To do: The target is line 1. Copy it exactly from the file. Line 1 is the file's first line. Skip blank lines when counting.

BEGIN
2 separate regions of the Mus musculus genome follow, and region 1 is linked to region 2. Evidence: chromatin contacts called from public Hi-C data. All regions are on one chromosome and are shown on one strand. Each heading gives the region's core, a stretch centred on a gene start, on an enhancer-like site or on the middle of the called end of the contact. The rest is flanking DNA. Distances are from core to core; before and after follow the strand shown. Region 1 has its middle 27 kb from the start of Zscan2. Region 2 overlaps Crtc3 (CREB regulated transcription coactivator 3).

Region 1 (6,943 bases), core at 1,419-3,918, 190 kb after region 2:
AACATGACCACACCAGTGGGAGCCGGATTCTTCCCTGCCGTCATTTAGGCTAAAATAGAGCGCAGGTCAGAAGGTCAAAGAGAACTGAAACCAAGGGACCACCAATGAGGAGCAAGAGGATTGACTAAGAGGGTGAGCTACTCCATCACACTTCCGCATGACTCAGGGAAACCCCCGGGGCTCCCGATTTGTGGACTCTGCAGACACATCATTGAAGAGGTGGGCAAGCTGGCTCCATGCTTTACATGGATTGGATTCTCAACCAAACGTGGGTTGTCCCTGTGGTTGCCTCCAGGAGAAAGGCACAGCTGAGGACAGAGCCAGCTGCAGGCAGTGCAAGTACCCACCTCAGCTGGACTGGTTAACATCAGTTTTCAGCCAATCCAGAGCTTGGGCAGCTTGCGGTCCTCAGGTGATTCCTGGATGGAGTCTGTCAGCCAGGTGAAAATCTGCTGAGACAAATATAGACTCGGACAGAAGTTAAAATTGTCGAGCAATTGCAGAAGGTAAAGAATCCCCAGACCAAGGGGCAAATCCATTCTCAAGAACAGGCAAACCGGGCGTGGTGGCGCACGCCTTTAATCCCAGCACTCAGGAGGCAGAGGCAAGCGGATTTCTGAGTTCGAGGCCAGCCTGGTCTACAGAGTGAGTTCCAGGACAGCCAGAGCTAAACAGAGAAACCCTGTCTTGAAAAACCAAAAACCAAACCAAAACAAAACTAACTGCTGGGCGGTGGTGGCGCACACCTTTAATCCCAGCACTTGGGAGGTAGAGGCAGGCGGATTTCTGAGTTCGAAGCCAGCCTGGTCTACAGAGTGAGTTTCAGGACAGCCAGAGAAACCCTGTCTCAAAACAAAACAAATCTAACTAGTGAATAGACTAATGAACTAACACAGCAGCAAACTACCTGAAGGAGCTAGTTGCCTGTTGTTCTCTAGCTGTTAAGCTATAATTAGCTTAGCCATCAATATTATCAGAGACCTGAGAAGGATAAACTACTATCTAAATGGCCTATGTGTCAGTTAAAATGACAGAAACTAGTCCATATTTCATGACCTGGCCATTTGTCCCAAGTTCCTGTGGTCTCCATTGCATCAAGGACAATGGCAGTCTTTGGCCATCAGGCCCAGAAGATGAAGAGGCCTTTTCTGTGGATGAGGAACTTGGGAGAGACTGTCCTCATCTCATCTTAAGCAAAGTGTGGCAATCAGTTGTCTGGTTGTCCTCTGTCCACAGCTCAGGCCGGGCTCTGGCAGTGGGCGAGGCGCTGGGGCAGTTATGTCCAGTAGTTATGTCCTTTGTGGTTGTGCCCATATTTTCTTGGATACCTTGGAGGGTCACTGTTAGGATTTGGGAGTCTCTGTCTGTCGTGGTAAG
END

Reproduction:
2 separate regions of the Mus musculus genome follow, and region 1 is linked to region 2. Evidence: chromatin contacts called from public Hi-C data. All regions are on one chromosome and are shown on one strand. Each heading gives the region's core, a stretch centred on a gene start, on an enhancer-like site or on the middle of the called end of the contact. The rest is flanking DNA. Distances are from core to core; before and after follow the strand shown. Region 1 has its middle 27 kb from the start of Zscan2. Region 2 overlaps Crtc3 (CREB regulated transcription coactivator 3).